On 24 May 2018, the Ontario Court of Appeal released its decision in Beatty v. Wei related to the interpretation of the “grow house” clause in common usage in Ontario real estate forms.
The clause reads as follows:
“The Seller represents and warrants that during the time the Seller has owned the property, the use of the property and the buildings and structures thereon has not been for the growth or manufacture of any illegal substances, and that to the best of the Seller’s knowledge and belief, the use of the property and the buildings and structures thereon has never been for the growth or manufacture of illegal substances. This warranty shall survive and not merge on the completion of this transaction.”
In the case at hand, Wei purchased a property from Beatty and this same clause appeared twice in the Agreement, both in Schedule “A” and Schedule “B”.
Wei’s real estate agent determined that the property had been a former marihuana grow house. Beatty didn’t know that. But, of course, he was told. So, when he signed the Agreement, the statement was truthful, but on closing, he now knew about the grow house issue.
What does it mean and when does it apply?
Justice Brown (Pepal and Hourigan agreeing) on behalf of the Court stated:
“In my view, the Sellers’ representation and warranty that the use of the property had never been for the growth or manufacture of illegal substances was limited to their knowledge and belief as it existed when they executed the APS.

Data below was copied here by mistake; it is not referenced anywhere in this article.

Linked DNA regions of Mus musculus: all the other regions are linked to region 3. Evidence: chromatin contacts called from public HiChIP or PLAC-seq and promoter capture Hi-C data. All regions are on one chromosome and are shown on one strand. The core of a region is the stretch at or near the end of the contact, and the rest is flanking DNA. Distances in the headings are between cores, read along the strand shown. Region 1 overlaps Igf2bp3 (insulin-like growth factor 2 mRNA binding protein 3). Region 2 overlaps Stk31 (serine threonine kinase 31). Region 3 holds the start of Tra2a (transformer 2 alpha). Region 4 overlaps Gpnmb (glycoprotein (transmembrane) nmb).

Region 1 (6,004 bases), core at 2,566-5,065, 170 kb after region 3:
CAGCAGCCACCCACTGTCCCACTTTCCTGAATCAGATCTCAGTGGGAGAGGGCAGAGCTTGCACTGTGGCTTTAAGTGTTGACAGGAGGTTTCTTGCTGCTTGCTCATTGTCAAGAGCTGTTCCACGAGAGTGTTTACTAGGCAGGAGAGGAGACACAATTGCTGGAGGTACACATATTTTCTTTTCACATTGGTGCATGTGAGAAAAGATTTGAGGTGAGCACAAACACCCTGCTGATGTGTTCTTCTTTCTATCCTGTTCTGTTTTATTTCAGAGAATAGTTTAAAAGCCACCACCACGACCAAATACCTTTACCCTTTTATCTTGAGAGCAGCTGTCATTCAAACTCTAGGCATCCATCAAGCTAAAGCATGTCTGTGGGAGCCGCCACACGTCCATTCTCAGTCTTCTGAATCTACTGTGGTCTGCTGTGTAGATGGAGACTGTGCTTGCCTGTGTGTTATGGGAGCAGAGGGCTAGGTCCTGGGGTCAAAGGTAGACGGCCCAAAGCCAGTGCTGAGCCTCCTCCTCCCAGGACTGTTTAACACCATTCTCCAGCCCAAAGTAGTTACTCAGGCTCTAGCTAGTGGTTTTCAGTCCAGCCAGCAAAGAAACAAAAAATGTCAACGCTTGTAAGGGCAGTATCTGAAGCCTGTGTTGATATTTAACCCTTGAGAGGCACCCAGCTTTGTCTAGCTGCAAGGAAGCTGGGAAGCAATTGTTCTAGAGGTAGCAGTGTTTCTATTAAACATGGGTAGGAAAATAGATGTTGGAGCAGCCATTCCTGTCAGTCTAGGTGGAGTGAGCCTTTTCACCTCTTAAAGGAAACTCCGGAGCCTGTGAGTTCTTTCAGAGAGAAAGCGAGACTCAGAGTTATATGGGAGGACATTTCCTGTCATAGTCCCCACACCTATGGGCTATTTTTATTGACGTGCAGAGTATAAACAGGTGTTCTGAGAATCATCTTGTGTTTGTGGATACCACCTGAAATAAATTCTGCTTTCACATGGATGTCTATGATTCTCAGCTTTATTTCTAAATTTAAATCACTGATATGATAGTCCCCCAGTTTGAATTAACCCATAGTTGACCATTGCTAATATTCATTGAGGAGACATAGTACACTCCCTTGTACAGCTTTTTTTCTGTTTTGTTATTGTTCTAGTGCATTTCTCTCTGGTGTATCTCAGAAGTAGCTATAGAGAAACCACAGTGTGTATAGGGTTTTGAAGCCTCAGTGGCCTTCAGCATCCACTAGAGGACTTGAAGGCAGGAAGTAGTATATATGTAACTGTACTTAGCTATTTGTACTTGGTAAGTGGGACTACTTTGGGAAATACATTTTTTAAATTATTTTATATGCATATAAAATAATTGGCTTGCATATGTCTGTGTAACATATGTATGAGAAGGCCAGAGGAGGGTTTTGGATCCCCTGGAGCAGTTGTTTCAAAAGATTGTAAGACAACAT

I reach that conclusion for three reasons.
First, that interpretation flows from the plain language used in the Clause.
Second, the interpretation is supported by the absence of any language in the Clause that speaks of the Sellers’ knowledge and belief at the date of closing, in contrast to the use of such language in other provisions of the APS.
A fundamental precept of contractual interpretation is that “a contract is to be construed as a whole with meaning given to all of its parts”…
For these reasons,
I conclude that the Sellers’ representation and warranty in the Illegal Substances Clause that the use of the property had never been for the growth or manufacture of illegal substances was limited to their knowledge and belief as it existed when they executed the APS.
At that time, they did not know about the property’s prior use as a grow-op. In those circumstances,
I conclude the application judge erred in finding the Sellers breached the Clause. They did not.
Brown stated: …
“I would substitute an order allowing the Sellers’ application to the extent of declaring that:
(i) the Purchaser breached the APS by failing to close; and
(ii) the Sellers’ are entitled to the deposit in the amount of $30,000.”
In addition. the matter of proof of damages in the case was remitted back to trial.
Obviously, we need a new and better clause related to grow ops than the one we have here, if it is to be of any benefit to a prospective Purchaser. Who cares whether the Vendor knew or didn’t know! Most importantly, the Purchaser should have the right to rescind the agreement. That matter needs to be negotiated.
Brian Madigan LL.B., Broker